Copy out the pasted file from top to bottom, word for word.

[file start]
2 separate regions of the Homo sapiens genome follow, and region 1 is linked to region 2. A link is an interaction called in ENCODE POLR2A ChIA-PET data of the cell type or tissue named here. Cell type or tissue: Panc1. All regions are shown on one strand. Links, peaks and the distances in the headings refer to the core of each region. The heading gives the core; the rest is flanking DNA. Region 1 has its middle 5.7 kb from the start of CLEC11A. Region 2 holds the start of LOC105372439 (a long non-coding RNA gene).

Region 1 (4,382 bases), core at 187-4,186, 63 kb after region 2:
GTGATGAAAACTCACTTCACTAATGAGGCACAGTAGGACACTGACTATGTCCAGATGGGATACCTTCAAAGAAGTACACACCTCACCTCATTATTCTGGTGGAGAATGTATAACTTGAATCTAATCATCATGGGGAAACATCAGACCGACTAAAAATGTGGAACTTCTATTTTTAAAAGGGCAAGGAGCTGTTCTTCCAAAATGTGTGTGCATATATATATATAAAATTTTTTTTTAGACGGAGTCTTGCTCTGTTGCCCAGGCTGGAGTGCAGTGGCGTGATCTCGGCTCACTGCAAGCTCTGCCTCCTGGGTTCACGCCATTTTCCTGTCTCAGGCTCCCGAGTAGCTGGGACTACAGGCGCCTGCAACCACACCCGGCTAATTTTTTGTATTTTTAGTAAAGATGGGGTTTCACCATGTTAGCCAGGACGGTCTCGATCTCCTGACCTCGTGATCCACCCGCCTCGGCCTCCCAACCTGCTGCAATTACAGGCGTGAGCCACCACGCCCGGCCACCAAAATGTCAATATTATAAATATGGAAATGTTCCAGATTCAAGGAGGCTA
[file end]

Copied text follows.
2 separate regions of the Homo sapiens genome follow, and region 1 is linked to region 2. A link is an interaction called in ENCODE POLR2A ChIA-PET data of the cell type or tissue named here. Cell type or tissue: Panc1. All regions are shown on one strand. Links, peaks and the distances in the headings refer to the core of each region. The heading gives the core; the rest is flanking DNA. Region 1 has its middle 5.7 kb from the start of CLEC11A. Region 2 holds the start of LOC105372439 (a long non-coding RNA gene).

Region 1 (4,382 bases), core at 187-4,186, 63 kb after region 2:
GTGATGAAAACTCACTTCACTAATGAGGCACAGTAGGACACTGACTATGTCCAGATGGGATACCTTCAAAGAAGTACACACCTCACCTCATTATTCTGGTGGAGAATGTATAACTTGAATCTAATCATCATGGGGAAACATCAGACCGACTAAAAATGTGGAACTTCTATTTTTAAAAGGGCAAGGAGCTGTTCTTCCAAAATGTGTGTGCATATATATATATAAAATTTTTTTTTAGACGGAGTCTTGCTCTGTTGCCCAGGCTGGAGTGCAGTGGCGTGATCTCGGCTCACTGCAAGCTCTGCCTCCTGGGTTCACGCCATTTTCCTGTCTCAGGCTCCCGAGTAGCTGGGACTACAGGCGCCTGCAACCACACCCGGCTAATTTTTTGTATTTTTAGTAAAGATGGGGTTTCACCATGTTAGCCAGGACGGTCTCGATCTCCTGACCTCGTGATCCACCCGCCTCGGCCTCCCAACCTGCTGCAATTACAGGCGTGAGCCACCACGCCCGGCCACCAAAATGTCAATATTATAAATATGGAAATGTTCCAGATTCAAGGAGGCTA